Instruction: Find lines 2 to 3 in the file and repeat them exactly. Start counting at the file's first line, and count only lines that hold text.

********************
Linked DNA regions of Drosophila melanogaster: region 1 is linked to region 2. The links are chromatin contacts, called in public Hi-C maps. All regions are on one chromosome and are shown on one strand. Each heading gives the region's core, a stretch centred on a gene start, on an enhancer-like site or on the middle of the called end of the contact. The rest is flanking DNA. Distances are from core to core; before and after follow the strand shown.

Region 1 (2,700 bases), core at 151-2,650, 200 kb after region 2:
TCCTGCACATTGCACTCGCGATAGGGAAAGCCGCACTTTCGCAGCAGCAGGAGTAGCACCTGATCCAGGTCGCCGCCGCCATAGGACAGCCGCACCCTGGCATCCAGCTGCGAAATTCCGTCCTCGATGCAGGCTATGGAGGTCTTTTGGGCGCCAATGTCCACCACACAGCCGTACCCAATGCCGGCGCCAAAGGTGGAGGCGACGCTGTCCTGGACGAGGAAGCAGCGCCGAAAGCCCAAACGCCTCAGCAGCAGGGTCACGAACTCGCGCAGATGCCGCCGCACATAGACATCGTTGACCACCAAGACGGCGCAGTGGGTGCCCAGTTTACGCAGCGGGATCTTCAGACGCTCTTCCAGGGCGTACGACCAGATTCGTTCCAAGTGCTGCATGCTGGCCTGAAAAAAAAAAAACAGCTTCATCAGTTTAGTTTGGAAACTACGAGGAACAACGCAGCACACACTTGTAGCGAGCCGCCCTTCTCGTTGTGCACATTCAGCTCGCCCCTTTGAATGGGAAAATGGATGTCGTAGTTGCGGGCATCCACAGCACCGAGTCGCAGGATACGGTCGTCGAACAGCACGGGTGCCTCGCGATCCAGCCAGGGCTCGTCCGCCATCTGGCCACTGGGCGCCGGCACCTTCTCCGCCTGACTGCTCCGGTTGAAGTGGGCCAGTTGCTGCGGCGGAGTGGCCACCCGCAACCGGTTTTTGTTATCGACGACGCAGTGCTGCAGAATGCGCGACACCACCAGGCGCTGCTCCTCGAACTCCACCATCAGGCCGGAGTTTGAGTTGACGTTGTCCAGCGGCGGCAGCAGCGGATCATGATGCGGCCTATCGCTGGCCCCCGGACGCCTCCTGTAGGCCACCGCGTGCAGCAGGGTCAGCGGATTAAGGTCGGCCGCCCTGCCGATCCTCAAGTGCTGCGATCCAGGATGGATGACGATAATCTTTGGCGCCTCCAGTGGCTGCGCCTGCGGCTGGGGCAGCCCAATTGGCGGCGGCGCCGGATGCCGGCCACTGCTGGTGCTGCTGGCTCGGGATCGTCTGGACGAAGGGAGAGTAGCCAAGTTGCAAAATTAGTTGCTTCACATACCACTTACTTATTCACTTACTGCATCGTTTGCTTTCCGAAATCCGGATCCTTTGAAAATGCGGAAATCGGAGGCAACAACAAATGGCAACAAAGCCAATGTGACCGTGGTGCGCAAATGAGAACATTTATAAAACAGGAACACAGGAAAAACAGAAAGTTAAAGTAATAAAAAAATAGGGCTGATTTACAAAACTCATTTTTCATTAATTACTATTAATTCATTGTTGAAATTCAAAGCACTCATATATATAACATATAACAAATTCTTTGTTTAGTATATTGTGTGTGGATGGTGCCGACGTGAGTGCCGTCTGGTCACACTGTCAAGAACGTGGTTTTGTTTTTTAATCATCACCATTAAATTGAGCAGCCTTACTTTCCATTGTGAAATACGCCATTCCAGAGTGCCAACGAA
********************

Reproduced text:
Region 1 (2,700 bases), core at 151-2,650, 200 kb after region 2:
TCCTGCACATTGCACTCGCGATAGGGAAAGCCGCACTTTCGCAGCAGCAGGAGTAGCACCTGATCCAGGTCGCCGCCGCCATAGGACAGCCGCACCCTGGCATCCAGCTGCGAAATTCCGTCCTCGATGCAGGCTATGGAGGTCTTTTGGGCGCCAATGTCCACCACACAGCCGTACCCAATGCCGGCGCCAAAGGTGGAGGCGACGCTGTCCTGGACGAGGAAGCAGCGCCGAAAGCCCAAACGCCTCAGCAGCAGGGTCACGAACTCGCGCAGATGCCGCCGCACATAGACATCGTTGACCACCAAGACGGCGCAGTGGGTGCCCAGTTTACGCAGCGGGATCTTCAGACGCTCTTCCAGGGCGTACGACCAGATTCGTTCCAAGTGCTGCATGCTGGCCTGAAAAAAAAAAAACAGCTTCATCAGTTTAGTTTGGAAACTACGAGGAACAACGCAGCACACACTTGTAGCGAGCCGCCCTTCTCGTTGTGCACATTCAGCTCGCCCCTTTGAATGGGAAAATGGATGTCGTAGTTGCGGGCATCCACAGCACCGAGTCGCAGGATACGGTCGTCGAACAGCACGGGTGCCTCGCGATCCAGCCAGGGCTCGTCCGCCATCTGGCCACTGGGCGCCGGCACCTTCTCCGCCTGACTGCTCCGGTTGAAGTGGGCCAGTTGCTGCGGCGGAGTGGCCACCCGCAACCGGTTTTTGTTATCGACGACGCAGTGCTGCAGAATGCGCGACACCACCAGGCGCTGCTCCTCGAACTCCACCATCAGGCCGGAGTTTGAGTTGACGTTGTCCAGCGGCGGCAGCAGCGGATCATGATGCGGCCTATCGCTGGCCCCCGGACGCCTCCTGTAGGCCACCGCGTGCAGCAGGGTCAGCGGATTAAGGTCGGCCGCCCTGCCGATCCTCAAGTGCTGCGATCCAGGATGGATGACGATAATCTTTGGCGCCTCCAGTGGCTGCGCCTGCGGCTGGGGCAGCCCAATTGGCGGCGGCGCCGGATGCCGGCCACTGCTGGTGCTGCTGGCTCGGGATCGTCTGGACGAAGGGAGAGTAGCCAAGTTGCAAAATTAGTTGCTTCACATACCACTTACTTATTCACTTACTGCATCGTTTGCTTTCCGAAATCCGGATCCTTTGAAAATGCGGAAATCGGAGGCAACAACAAATGGCAACAAAGCCAATGTGACCGTGGTGCGCAAATGAGAACATTTATAAAACAGGAACACAGGAAAAACAGAAAGTTAAAGTAATAAAAAAATAGGGCTGATTTACAAAACTCATTTTTCATTAATTACTATTAATTCATTGTTGAAATTCAAAGCACTCATATATATAACATATAACAAATTCTTTGTTTAGTATATTGTGTGTGGATGGTGCCGACGTGAGTGCCGTCTGGTCACACTGTCAAGAACGTGGTTTTGTTTTTTAATCATCACCATTAAATTGAGCAGCCTTACTTTCCATTGTGAAATACGCCATTCCAGAGTGCCAACGAA